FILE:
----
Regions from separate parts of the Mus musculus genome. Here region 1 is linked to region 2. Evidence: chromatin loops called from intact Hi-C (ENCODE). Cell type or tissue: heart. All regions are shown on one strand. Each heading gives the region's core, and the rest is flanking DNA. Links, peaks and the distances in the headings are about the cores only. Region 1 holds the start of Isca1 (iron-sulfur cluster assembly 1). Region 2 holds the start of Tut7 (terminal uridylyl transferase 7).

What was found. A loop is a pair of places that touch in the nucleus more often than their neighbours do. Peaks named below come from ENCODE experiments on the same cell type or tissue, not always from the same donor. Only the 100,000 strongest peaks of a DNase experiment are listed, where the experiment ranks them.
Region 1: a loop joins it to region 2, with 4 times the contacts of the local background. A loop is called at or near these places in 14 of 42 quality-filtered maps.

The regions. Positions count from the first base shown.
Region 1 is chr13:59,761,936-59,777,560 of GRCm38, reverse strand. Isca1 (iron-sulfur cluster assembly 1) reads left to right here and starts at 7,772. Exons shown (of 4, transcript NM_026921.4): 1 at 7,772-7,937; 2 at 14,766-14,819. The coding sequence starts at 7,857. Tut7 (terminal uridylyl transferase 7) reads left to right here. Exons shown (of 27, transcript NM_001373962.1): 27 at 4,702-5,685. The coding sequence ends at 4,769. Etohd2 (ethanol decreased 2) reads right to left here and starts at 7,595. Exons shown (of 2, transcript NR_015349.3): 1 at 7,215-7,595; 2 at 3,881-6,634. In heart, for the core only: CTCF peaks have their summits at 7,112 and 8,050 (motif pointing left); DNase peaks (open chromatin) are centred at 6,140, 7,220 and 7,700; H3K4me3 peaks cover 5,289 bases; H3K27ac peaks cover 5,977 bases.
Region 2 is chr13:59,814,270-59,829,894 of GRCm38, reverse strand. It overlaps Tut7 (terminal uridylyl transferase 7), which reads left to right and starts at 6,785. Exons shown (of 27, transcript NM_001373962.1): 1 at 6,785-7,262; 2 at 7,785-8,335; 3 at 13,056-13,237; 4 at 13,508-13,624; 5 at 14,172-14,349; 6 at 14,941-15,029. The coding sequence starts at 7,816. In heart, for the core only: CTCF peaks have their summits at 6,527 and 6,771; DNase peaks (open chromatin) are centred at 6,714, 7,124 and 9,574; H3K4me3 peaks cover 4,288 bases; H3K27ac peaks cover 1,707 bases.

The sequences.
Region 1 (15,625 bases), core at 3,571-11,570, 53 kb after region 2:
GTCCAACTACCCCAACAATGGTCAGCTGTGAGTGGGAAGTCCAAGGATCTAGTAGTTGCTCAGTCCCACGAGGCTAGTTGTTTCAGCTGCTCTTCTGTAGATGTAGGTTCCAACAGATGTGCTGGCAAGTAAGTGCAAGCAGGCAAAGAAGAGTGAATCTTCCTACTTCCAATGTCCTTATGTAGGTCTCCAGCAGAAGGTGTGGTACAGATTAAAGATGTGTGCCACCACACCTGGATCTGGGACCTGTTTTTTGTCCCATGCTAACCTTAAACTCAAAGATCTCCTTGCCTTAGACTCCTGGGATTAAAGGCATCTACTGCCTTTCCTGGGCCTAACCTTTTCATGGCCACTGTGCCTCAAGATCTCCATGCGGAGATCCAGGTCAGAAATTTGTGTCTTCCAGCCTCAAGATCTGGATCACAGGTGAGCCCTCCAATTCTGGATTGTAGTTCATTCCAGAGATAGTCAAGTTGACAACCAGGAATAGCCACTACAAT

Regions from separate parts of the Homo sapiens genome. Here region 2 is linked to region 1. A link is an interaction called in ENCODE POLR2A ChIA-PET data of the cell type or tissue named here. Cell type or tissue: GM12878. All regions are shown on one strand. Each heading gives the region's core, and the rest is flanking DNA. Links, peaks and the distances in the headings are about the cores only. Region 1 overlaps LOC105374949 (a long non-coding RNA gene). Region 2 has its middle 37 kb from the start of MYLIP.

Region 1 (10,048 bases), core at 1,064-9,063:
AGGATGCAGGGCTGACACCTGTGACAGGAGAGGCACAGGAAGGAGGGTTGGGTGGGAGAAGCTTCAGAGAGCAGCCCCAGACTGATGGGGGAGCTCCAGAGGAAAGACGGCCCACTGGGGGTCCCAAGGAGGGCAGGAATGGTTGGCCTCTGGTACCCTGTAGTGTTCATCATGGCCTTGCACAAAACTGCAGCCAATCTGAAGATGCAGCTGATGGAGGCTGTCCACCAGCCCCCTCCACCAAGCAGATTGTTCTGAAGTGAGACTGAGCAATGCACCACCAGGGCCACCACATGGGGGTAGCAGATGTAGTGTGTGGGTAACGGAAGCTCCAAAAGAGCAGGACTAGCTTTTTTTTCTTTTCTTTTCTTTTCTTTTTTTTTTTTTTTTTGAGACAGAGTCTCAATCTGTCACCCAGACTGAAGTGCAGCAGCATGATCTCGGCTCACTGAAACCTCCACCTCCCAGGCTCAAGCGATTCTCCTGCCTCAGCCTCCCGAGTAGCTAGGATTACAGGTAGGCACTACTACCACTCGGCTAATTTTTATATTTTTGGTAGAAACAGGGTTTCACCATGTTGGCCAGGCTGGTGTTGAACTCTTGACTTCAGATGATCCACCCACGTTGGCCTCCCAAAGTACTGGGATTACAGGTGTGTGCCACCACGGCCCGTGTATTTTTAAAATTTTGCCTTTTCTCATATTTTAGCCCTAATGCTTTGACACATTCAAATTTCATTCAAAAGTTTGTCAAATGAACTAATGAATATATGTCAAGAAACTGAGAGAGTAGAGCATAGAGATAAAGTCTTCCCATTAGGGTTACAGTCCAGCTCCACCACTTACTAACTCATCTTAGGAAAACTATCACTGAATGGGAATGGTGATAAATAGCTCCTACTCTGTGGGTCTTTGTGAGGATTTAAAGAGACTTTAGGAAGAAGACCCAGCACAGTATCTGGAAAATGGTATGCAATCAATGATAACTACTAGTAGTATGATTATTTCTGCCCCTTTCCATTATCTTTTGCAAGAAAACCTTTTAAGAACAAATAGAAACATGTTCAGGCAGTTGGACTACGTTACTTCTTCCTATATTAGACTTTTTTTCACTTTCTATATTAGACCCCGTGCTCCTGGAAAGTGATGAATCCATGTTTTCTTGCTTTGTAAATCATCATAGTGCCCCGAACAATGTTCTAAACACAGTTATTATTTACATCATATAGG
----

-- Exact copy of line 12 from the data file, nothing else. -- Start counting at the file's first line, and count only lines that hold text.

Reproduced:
AGGATGCAGGGCTGACACCTGTGACAGGAGAGGCACAGGAAGGAGGGTTGGGTGGGAGAAGCTTCAGAGAGCAGCCCCAGACTGATGGGGGAGCTCCAGAGGAAAGACGGCCCACTGGGGGTCCCAAGGAGGGCAGGAATGGTTGGCCTCTGGTACCCTGTAGTGTTCATCATGGCCTTGCACAAAACTGCAGCCAATCTGAAGATGCAGCTGATGGAGGCTGTCCACCAGCCCCCTCCACCAAGCAGATTGTTCTGAAGTGAGACTGAGCAATGCACCACCAGGGCCACCACATGGGGGTAGCAGATGTAGTGTGTGGGTAACGGAAGCTCCAAAAGAGCAGGACTAGCTTTTTTTTCTTTTCTTTTCTTTTCTTTTTTTTTTTTTTTTTGAGACAGAGTCTCAATCTGTCACCCAGACTGAAGTGCAGCAGCATGATCTCGGCTCACTGAAACCTCCACCTCCCAGGCTCAAGCGATTCTCCTGCCTCAGCCTCCCGAGTAGCTAGGATTACAGGTAGGCACTACTACCACTCGGCTAATTTTTATATTTTTGGTAGAAACAGGGTTTCACCATGTTGGCCAGGCTGGTGTTGAACTCTTGACTTCAGATGATCCACCCACGTTGGCCTCCCAAAGTACTGGGATTACAGGTGTGTGCCACCACGGCCCGTGTATTTTTAAAATTTTGCCTTTTCTCATATTTTAGCCCTAATGCTTTGACACATTCAAATTTCATTCAAAAGTTTGTCAAATGAACTAATGAATATATGTCAAGAAACTGAGAGAGTAGAGCATAGAGATAAAGTCTTCCCATTAGGGTTACAGTCCAGCTCCACCACTTACTAACTCATCTTAGGAAAACTATCACTGAATGGGAATGGTGATAAATAGCTCCTACTCTGTGGGTCTTTGTGAGGATTTAAAGAGACTTTAGGAAGAAGACCCAGCACAGTATCTGGAAAATGGTATGCAATCAATGATAACTACTAGTAGTATGATTATTTCTGCCCCTTTCCATTATCTTTTGCAAGAAAACCTTTTAAGAACAAATAGAAACATGTTCAGGCAGTTGGACTACGTTACTTCTTCCTATATTAGACTTTTTTTCACTTTCTATATTAGACCCCGTGCTCCTGGAAAGTGATGAATCCATGTTTTCTTGCTTTGTAAATCATCATAGTGCCCCGAACAATGTTCTAAACACAGTTATTATTTACATCATATAGG